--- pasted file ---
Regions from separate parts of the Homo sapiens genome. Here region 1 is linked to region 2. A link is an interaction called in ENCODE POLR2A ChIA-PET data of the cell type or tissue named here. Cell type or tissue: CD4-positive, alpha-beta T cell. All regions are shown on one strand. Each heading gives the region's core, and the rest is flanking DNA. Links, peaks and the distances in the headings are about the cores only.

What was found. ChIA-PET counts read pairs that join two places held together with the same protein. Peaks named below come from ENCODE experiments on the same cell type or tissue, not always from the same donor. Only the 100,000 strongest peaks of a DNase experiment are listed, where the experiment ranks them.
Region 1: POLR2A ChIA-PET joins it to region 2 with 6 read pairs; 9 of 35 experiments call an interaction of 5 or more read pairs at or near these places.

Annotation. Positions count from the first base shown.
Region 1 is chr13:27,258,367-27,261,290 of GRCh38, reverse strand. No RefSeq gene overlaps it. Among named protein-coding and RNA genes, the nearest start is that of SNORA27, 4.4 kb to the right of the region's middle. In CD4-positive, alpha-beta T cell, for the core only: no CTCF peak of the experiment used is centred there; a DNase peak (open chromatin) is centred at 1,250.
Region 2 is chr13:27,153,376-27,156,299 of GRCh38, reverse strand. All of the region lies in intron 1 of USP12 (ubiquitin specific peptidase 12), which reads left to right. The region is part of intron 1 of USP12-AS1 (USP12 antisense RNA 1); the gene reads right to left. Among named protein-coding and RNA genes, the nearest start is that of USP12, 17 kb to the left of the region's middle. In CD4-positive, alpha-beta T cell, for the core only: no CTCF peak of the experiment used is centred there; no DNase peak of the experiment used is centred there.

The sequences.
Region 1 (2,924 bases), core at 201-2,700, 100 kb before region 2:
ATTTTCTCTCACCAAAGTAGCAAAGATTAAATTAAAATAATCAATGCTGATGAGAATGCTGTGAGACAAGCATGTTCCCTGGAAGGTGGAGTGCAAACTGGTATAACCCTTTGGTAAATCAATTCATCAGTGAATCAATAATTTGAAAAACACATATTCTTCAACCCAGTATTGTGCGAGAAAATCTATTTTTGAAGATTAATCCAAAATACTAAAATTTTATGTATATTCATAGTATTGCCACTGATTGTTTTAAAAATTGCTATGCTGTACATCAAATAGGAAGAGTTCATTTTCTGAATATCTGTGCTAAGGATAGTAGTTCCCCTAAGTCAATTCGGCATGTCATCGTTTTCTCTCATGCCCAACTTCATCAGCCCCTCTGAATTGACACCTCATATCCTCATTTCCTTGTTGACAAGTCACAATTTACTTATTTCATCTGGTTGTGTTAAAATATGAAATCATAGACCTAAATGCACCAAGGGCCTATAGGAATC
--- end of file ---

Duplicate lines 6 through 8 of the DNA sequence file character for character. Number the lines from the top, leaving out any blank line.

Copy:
Region 2 is chr13:27,153,376-27,156,299 of GRCh38, reverse strand. All of the region lies in intron 1 of USP12 (ubiquitin specific peptidase 12), which reads left to right. The region is part of intron 1 of USP12-AS1 (USP12 antisense RNA 1); the gene reads right to left. Among named protein-coding and RNA genes, the nearest start is that of USP12, 17 kb to the left of the region's middle. In CD4-positive, alpha-beta T cell, for the core only: no CTCF peak of the experiment used is centred there; no DNase peak of the experiment used is centred there.

The sequences.
Region 1 (2,924 bases), core at 201-2,700, 100 kb before region 2: